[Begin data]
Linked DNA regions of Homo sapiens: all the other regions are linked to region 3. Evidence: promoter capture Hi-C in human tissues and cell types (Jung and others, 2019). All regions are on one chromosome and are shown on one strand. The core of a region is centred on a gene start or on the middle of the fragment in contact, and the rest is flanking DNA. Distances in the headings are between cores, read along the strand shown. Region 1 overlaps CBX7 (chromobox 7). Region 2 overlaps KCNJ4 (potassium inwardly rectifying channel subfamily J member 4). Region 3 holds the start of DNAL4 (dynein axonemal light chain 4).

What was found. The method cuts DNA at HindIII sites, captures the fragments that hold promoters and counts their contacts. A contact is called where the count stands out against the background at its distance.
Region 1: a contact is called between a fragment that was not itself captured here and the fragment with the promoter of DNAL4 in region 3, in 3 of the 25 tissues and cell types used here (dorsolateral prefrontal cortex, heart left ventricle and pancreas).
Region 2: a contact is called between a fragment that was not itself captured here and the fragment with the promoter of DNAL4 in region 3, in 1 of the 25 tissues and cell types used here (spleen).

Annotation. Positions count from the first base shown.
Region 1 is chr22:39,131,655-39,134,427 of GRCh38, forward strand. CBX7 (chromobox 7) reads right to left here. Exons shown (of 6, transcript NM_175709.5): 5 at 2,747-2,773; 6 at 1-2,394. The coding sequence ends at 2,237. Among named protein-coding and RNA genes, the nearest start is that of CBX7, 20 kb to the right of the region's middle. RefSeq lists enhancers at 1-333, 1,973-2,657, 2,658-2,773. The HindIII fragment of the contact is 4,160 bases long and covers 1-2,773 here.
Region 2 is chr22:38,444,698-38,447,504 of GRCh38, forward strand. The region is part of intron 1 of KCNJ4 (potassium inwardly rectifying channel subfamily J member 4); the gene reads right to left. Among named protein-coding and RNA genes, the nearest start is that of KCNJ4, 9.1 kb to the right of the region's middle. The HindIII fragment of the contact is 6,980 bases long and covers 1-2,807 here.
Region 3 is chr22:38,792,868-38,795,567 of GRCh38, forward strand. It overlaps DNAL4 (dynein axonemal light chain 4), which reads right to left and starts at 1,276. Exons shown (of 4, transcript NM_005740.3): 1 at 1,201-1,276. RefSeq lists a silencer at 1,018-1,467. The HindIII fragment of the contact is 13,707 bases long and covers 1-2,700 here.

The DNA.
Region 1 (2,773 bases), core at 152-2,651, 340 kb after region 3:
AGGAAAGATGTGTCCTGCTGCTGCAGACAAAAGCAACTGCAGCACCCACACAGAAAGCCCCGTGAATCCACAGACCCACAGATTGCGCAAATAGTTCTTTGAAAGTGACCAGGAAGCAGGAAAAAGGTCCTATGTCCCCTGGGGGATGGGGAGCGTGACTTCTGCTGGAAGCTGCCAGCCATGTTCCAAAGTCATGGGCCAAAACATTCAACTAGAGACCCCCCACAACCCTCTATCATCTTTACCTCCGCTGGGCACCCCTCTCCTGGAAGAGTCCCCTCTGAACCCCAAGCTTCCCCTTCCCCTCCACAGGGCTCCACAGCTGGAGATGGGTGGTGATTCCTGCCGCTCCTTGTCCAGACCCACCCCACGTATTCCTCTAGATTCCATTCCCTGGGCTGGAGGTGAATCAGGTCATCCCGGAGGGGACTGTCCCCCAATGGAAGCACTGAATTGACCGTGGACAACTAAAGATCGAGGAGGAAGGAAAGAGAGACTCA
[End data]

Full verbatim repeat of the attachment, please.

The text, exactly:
Linked DNA regions of Homo sapiens: all the other regions are linked to region 3. Evidence: promoter capture Hi-C in human tissues and cell types (Jung and others, 2019). All regions are on one chromosome and are shown on one strand. The core of a region is centred on a gene start or on the middle of the fragment in contact, and the rest is flanking DNA. Distances in the headings are between cores, read along the strand shown. Region 1 overlaps CBX7 (chromobox 7). Region 2 overlaps KCNJ4 (potassium inwardly rectifying channel subfamily J member 4). Region 3 holds the start of DNAL4 (dynein axonemal light chain 4).

What was found. The method cuts DNA at HindIII sites, captures the fragments that hold promoters and counts their contacts. A contact is called where the count stands out against the background at its distance.
Region 1: a contact is called between a fragment that was not itself captured here and the fragment with the promoter of DNAL4 in region 3, in 3 of the 25 tissues and cell types used here (dorsolateral prefrontal cortex, heart left ventricle and pancreas).
Region 2: a contact is called between a fragment that was not itself captured here and the fragment with the promoter of DNAL4 in region 3, in 1 of the 25 tissues and cell types used here (spleen).

Annotation. Positions count from the first base shown.
Region 1 is chr22:39,131,655-39,134,427 of GRCh38, forward strand. CBX7 (chromobox 7) reads right to left here. Exons shown (of 6, transcript NM_175709.5): 5 at 2,747-2,773; 6 at 1-2,394. The coding sequence ends at 2,237. Among named protein-coding and RNA genes, the nearest start is that of CBX7, 20 kb to the right of the region's middle. RefSeq lists enhancers at 1-333, 1,973-2,657, 2,658-2,773. The HindIII fragment of the contact is 4,160 bases long and covers 1-2,773 here.
Region 2 is chr22:38,444,698-38,447,504 of GRCh38, forward strand. The region is part of intron 1 of KCNJ4 (potassium inwardly rectifying channel subfamily J member 4); the gene reads right to left. Among named protein-coding and RNA genes, the nearest start is that of KCNJ4, 9.1 kb to the right of the region's middle. The HindIII fragment of the contact is 6,980 bases long and covers 1-2,807 here.
Region 3 is chr22:38,792,868-38,795,567 of GRCh38, forward strand. It overlaps DNAL4 (dynein axonemal light chain 4), which reads right to left and starts at 1,276. Exons shown (of 4, transcript NM_005740.3): 1 at 1,201-1,276. RefSeq lists a silencer at 1,018-1,467. The HindIII fragment of the contact is 13,707 bases long and covers 1-2,700 here.

The DNA.
Region 1 (2,773 bases), core at 152-2,651, 340 kb after region 3:
AGGAAAGATGTGTCCTGCTGCTGCAGACAAAAGCAACTGCAGCACCCACACAGAAAGCCCCGTGAATCCACAGACCCACAGATTGCGCAAATAGTTCTTTGAAAGTGACCAGGAAGCAGGAAAAAGGTCCTATGTCCCCTGGGGGATGGGGAGCGTGACTTCTGCTGGAAGCTGCCAGCCATGTTCCAAAGTCATGGGCCAAAACATTCAACTAGAGACCCCCCACAACCCTCTATCATCTTTACCTCCGCTGGGCACCCCTCTCCTGGAAGAGTCCCCTCTGAACCCCAAGCTTCCCCTTCCCCTCCACAGGGCTCCACAGCTGGAGATGGGTGGTGATTCCTGCCGCTCCTTGTCCAGACCCACCCCACGTATTCCTCTAGATTCCATTCCCTGGGCTGGAGGTGAATCAGGTCATCCCGGAGGGGACTGTCCCCCAATGGAAGCACTGAATTGACCGTGGACAACTAAAGATCGAGGAGGAAGGAAAGAGAGACTCA